MY: Now I read books that cover fiction, non-fiction, history…I'm also reading books that are more focused on politics because I enjoy reading what is actually happening in the world and how we can be better informed about those systems. [For instance] I loved Winners Take All [by Anand Giridharadas]. When you read it you realize there are flaws in the system and some people might remain at a disadvantage forever because of the economic systems we have created. 

I also enjoy books by debut writers, especially by young women. Because writing a book for the first time can be pretty challenging, exhausting, scary. Especially when you are coming from an underprivileged background and underrepresented background. And you are [writing a book] for the first time, so you go through so many emotions and feelings—thinking whether it will work or not. I think we need to encourage and support more young writers and women writers because they are doing a remarkable job in the world of literature. 

MC: Being a young, female author yourself, do you have any advice for first-time authors?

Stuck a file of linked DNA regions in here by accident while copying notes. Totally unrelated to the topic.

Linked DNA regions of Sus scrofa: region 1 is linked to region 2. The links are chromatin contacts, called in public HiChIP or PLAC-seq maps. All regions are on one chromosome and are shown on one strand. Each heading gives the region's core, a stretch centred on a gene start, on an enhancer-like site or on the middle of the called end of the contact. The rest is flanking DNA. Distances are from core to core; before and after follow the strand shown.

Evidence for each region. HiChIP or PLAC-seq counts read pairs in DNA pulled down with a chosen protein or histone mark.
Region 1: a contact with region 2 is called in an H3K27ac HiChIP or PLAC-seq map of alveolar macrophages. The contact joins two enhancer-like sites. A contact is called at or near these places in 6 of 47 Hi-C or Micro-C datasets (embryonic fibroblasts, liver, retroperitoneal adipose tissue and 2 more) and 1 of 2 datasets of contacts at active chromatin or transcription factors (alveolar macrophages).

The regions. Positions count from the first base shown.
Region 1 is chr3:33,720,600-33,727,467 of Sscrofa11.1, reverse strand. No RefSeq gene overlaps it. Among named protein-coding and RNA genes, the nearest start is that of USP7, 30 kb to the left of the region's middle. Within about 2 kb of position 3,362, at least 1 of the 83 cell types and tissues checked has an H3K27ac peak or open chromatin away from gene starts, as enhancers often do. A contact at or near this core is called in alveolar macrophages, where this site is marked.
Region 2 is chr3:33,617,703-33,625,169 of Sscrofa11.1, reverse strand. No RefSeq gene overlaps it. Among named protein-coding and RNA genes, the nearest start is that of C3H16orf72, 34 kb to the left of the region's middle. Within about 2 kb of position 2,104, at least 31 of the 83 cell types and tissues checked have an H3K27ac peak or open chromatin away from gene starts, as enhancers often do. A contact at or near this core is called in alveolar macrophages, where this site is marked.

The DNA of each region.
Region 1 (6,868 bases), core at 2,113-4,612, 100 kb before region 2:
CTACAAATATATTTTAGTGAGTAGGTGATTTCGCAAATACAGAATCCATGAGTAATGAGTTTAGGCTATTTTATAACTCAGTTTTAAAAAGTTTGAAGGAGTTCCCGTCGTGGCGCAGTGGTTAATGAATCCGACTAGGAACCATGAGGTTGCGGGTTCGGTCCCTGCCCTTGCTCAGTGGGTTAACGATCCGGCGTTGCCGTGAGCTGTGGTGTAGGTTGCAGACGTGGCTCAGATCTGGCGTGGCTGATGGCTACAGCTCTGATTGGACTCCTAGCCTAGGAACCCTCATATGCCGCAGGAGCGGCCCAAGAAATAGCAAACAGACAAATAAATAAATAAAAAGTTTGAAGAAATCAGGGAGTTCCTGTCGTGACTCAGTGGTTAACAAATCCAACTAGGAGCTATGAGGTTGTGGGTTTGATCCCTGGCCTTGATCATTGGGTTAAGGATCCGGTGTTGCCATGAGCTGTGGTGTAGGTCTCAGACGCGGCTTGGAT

MY: I would say two things to first-time writers. Firstly: write it all, say it all. Don't be scared. And secondly: seek advice from your friends, your colleagues, and also the experts—the editors. Hear different perspectives and responses to what you have written. Their critical response can be really useful in helping you improve the writing, but also in helping you learn more about the issue from their angle. I think writing is a beautiful process. It can be frustrating, but once you get over it, and once you finish it, it's fruitful.

MC: Who are some of your favorite female authors? 

MY: I loved Fifty Words for Rain by Asha Lemmie. I loved Aftershocks [by Nadia Owusu]. Books by Amanda Gorman—her poetry books—are just so beautiful. [It’s beautiful] how she has told the story of the current time in poetry. She's talking about the pandemic, and then what it means to go through loss, what it means to stay united in these difficult times…I hope more and more young people start believing in themselves and give writing books a try. 

MC: Do you have any favorite female protagonists or book characters who have resonated with you recently?